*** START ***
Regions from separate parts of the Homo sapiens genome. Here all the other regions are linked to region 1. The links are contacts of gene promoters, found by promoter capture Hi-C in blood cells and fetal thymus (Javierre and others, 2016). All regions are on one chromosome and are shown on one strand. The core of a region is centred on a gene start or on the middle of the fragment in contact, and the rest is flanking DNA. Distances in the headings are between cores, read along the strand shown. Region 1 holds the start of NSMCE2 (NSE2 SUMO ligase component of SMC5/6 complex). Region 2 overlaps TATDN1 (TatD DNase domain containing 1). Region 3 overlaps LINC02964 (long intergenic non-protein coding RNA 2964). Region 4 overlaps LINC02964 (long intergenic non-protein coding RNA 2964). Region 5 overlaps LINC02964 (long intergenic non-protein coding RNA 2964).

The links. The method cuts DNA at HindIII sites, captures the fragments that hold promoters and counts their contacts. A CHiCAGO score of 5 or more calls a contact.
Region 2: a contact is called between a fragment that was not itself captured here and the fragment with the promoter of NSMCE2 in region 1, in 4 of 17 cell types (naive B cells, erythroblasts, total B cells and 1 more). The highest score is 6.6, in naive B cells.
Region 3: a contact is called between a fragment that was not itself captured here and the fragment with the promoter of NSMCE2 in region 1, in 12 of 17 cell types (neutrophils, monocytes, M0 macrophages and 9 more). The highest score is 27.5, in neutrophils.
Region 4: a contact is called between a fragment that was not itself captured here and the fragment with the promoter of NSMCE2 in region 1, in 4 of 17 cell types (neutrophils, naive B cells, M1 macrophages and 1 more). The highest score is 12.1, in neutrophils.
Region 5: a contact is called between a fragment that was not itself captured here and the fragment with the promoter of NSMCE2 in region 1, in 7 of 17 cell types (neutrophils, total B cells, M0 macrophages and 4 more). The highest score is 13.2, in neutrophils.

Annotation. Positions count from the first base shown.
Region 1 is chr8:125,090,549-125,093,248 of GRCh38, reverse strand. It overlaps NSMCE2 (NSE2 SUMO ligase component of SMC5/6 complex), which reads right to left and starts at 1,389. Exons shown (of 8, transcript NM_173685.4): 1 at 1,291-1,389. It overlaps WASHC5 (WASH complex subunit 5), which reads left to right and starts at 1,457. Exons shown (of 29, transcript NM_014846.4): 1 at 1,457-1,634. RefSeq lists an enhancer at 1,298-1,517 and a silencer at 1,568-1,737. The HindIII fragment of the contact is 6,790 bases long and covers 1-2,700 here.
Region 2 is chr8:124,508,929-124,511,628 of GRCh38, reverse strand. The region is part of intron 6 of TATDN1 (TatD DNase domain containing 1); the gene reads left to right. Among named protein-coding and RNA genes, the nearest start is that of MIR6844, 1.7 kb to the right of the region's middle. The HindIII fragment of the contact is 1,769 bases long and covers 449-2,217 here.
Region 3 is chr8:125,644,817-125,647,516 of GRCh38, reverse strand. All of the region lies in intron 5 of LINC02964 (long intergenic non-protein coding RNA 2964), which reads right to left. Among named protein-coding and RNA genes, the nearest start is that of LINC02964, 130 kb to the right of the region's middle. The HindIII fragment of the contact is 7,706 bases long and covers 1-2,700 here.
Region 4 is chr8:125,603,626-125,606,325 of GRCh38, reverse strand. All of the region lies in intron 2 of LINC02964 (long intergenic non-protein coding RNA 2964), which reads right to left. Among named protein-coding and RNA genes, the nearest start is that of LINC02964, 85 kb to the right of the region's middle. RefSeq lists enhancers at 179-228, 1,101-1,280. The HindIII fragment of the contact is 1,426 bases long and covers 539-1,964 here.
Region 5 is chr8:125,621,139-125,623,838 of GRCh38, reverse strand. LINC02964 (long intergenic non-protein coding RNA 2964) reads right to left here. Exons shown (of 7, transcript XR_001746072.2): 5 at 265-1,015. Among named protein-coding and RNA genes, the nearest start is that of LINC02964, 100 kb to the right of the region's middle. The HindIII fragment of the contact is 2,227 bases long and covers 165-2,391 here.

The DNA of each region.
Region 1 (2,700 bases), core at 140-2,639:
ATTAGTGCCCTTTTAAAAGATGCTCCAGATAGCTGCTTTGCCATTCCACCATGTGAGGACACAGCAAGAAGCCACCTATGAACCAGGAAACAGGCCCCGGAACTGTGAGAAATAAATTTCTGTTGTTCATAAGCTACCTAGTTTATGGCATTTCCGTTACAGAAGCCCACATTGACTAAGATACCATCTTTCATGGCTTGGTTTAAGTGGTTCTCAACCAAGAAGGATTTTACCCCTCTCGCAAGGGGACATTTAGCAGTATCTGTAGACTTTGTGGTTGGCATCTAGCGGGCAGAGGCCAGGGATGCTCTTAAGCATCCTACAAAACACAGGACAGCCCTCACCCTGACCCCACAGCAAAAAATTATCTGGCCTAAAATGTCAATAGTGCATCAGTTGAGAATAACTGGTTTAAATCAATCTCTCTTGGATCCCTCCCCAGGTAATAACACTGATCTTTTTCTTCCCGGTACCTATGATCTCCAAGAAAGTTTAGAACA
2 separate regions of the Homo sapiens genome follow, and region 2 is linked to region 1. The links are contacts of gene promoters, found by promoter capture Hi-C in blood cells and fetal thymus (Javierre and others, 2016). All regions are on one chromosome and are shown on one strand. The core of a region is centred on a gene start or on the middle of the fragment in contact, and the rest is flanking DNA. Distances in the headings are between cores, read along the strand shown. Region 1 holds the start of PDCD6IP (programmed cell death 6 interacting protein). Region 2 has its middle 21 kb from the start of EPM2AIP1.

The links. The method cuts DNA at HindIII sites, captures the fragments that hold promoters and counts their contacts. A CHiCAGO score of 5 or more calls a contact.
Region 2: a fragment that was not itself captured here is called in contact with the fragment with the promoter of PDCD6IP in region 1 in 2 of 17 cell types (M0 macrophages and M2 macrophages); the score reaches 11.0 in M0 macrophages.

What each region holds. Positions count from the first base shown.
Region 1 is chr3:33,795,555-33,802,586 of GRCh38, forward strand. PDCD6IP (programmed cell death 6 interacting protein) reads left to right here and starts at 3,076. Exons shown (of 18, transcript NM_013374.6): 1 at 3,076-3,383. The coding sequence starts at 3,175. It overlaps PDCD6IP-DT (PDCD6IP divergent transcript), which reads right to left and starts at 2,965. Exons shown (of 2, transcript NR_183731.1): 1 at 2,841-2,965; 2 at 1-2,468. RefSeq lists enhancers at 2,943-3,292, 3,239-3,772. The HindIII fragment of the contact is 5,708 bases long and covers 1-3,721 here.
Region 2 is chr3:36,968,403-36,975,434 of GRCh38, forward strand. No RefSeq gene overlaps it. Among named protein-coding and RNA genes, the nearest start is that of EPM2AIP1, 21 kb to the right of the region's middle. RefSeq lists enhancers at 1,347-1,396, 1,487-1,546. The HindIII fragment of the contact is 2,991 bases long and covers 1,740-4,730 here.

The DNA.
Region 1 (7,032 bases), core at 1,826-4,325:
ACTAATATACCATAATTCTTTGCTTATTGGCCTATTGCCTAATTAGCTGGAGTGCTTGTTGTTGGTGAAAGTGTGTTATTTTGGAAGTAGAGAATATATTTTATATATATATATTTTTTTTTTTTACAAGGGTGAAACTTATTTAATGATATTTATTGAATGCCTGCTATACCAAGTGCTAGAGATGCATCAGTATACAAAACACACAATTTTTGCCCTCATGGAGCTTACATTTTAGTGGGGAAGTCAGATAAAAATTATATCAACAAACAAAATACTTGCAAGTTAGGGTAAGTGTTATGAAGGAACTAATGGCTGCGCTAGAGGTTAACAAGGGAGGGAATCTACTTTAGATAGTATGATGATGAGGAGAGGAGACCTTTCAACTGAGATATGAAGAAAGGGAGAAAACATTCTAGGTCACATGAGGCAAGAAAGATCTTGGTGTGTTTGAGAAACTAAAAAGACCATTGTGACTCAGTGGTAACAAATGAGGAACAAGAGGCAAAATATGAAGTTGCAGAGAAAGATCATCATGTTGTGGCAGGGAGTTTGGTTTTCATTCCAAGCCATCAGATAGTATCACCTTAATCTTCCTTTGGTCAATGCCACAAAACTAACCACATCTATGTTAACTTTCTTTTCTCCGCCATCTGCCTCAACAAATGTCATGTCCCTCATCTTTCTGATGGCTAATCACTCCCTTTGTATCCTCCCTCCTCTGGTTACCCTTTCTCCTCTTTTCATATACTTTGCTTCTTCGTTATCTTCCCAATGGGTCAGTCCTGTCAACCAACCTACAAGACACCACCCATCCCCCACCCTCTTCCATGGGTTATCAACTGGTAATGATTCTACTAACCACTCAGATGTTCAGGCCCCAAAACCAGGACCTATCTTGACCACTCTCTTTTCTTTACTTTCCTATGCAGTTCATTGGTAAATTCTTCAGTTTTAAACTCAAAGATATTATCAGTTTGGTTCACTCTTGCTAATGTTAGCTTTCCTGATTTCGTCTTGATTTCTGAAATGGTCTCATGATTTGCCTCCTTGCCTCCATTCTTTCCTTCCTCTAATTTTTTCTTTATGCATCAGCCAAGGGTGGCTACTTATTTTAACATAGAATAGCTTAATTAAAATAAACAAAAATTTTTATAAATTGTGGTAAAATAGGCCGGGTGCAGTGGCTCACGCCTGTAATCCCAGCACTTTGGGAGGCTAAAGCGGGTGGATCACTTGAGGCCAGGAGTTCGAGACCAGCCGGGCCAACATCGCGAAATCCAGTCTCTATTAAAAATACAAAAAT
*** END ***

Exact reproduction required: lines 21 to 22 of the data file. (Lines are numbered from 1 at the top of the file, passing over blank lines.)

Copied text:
Region 2 is chr3:36,968,403-36,975,434 of GRCh38, forward strand. No RefSeq gene overlaps it. Among named protein-coding and RNA genes, the nearest start is that of EPM2AIP1, 21 kb to the right of the region's middle. RefSeq lists enhancers at 1,347-1,396, 1,487-1,546. The HindIII fragment of the contact is 2,991 bases long and covers 1,740-4,730 here.

The DNA.